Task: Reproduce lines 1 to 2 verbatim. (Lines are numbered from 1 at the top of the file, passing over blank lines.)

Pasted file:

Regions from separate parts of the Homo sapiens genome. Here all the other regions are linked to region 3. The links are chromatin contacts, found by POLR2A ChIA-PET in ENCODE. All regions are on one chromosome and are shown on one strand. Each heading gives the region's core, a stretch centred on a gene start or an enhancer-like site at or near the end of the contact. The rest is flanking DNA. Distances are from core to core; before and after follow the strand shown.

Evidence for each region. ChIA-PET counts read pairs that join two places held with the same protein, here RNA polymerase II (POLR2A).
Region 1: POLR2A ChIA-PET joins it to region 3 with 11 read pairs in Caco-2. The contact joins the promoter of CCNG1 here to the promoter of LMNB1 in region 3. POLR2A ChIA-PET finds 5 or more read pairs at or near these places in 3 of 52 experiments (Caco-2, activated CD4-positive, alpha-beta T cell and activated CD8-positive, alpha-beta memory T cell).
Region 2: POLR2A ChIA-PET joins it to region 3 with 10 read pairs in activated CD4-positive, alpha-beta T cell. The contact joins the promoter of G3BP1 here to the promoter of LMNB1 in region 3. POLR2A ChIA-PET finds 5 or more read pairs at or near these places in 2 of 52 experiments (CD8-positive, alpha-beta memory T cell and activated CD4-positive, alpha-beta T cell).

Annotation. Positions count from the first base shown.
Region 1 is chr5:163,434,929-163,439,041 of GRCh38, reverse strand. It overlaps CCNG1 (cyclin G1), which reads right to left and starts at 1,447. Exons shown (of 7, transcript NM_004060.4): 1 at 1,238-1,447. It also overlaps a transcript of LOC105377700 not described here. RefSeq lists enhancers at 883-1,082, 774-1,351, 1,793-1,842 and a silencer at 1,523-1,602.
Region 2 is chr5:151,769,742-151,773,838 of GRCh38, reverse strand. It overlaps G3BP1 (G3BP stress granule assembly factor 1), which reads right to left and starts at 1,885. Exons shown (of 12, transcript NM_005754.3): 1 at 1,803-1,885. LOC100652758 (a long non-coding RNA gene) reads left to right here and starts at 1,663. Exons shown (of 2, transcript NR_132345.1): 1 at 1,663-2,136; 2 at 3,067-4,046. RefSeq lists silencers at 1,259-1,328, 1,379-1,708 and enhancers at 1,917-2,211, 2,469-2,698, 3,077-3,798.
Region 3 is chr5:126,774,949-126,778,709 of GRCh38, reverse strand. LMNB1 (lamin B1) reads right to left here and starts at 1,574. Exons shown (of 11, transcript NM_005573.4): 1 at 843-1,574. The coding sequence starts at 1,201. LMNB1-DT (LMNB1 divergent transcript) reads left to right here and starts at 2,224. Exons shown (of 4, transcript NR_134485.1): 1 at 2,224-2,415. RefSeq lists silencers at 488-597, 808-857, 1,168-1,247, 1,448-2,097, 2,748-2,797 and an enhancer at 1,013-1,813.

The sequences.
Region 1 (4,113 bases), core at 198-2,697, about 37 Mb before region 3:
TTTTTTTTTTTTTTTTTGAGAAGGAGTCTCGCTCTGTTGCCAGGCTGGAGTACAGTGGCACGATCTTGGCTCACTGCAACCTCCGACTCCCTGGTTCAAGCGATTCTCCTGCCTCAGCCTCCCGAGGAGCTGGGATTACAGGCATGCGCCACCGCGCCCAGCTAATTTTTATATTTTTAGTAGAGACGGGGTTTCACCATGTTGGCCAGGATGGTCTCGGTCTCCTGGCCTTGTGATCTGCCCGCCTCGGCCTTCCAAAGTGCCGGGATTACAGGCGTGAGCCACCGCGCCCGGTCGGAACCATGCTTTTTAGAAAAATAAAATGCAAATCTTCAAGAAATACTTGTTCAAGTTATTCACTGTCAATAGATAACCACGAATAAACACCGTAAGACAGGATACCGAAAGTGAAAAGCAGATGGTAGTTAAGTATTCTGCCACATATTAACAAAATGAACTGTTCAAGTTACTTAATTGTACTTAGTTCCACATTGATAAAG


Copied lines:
Regions from separate parts of the Homo sapiens genome. Here all the other regions are linked to region 3. The links are chromatin contacts, found by POLR2A ChIA-PET in ENCODE. All regions are on one chromosome and are shown on one strand. Each heading gives the region's core, a stretch centred on a gene start or an enhancer-like site at or near the end of the contact. The rest is flanking DNA. Distances are from core to core; before and after follow the strand shown.

Evidence for each region. ChIA-PET counts read pairs that join two places held with the same protein, here RNA polymerase II (POLR2A).